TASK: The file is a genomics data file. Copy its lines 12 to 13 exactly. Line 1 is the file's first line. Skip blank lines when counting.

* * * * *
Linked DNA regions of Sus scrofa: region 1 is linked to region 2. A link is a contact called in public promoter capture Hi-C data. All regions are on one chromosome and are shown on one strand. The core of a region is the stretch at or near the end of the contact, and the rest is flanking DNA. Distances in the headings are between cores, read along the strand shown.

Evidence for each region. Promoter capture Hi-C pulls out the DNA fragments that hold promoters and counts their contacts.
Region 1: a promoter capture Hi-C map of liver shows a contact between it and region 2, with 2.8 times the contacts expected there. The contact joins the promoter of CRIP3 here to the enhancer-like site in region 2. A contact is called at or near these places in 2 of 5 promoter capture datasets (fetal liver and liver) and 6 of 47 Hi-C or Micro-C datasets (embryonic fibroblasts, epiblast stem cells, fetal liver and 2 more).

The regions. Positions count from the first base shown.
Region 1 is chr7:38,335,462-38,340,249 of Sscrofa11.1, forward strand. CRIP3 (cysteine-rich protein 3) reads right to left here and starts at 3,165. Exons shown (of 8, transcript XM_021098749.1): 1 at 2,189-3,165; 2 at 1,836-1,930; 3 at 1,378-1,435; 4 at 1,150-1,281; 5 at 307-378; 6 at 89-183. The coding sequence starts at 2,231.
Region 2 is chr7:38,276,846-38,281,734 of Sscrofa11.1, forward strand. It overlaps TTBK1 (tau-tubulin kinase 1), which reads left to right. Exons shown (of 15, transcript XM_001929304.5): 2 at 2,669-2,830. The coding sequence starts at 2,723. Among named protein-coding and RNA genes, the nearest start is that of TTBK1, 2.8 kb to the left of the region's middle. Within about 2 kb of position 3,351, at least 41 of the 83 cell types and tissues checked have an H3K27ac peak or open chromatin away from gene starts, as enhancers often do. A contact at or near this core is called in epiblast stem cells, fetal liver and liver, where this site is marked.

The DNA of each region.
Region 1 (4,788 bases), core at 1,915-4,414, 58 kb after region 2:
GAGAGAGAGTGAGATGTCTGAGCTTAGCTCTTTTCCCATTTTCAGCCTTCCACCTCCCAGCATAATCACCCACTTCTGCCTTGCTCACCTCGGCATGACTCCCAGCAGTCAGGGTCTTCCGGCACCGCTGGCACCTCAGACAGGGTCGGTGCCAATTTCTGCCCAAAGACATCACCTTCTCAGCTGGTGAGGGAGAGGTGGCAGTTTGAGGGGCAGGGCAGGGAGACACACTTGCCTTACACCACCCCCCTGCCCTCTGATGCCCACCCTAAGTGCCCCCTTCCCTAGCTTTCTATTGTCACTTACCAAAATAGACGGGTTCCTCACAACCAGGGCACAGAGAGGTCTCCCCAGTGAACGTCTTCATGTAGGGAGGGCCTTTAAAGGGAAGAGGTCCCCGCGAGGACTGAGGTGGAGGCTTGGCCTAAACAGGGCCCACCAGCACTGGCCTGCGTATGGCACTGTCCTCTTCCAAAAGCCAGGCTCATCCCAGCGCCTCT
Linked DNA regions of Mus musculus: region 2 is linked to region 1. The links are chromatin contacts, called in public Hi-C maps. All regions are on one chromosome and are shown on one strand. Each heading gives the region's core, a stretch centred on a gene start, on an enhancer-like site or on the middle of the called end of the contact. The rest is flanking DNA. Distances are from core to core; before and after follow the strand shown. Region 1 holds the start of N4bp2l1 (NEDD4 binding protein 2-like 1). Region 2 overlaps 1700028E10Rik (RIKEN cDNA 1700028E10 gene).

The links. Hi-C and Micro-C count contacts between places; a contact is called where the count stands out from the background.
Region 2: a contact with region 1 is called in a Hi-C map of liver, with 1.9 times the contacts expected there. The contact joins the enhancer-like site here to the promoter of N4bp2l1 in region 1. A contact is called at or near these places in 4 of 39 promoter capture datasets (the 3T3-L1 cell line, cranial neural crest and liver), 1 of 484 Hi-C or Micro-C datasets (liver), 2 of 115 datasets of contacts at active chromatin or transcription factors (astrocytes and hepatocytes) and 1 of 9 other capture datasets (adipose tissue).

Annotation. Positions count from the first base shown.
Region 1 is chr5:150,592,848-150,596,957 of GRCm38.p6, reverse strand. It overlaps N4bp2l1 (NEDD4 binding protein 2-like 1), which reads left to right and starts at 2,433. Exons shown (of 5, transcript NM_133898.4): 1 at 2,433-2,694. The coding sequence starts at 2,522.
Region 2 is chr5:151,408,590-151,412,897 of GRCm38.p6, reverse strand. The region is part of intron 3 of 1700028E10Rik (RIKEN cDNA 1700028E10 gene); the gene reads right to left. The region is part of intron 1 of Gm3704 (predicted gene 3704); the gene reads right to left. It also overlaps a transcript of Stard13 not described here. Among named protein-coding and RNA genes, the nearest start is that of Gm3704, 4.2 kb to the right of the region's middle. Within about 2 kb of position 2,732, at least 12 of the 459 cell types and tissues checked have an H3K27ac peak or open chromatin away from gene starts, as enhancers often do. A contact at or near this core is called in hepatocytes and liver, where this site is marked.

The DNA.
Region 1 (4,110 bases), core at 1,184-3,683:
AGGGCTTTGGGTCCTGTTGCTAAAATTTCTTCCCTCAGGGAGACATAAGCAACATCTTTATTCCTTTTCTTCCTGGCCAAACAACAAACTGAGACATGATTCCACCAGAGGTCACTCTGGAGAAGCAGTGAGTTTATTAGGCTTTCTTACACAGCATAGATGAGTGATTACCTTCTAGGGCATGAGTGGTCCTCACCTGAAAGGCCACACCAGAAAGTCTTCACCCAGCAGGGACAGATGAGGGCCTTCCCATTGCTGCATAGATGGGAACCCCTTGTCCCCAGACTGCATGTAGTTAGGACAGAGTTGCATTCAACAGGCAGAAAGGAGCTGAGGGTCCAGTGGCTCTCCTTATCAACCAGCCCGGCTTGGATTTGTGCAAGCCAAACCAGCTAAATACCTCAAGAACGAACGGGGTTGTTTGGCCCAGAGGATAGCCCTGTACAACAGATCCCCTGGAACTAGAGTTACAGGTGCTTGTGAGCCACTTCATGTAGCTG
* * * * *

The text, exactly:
Region 2: a contact with region 1 is called in a Hi-C map of liver, with 1.9 times the contacts expected there. The contact joins the enhancer-like site here to the promoter of N4bp2l1 in region 1. A contact is called at or near these places in 4 of 39 promoter capture datasets (the 3T3-L1 cell line, cranial neural crest and liver), 1 of 484 Hi-C or Micro-C datasets (liver), 2 of 115 datasets of contacts at active chromatin or transcription factors (astrocytes and hepatocytes) and 1 of 9 other capture datasets (adipose tissue).

Annotation. Positions count from the first base shown.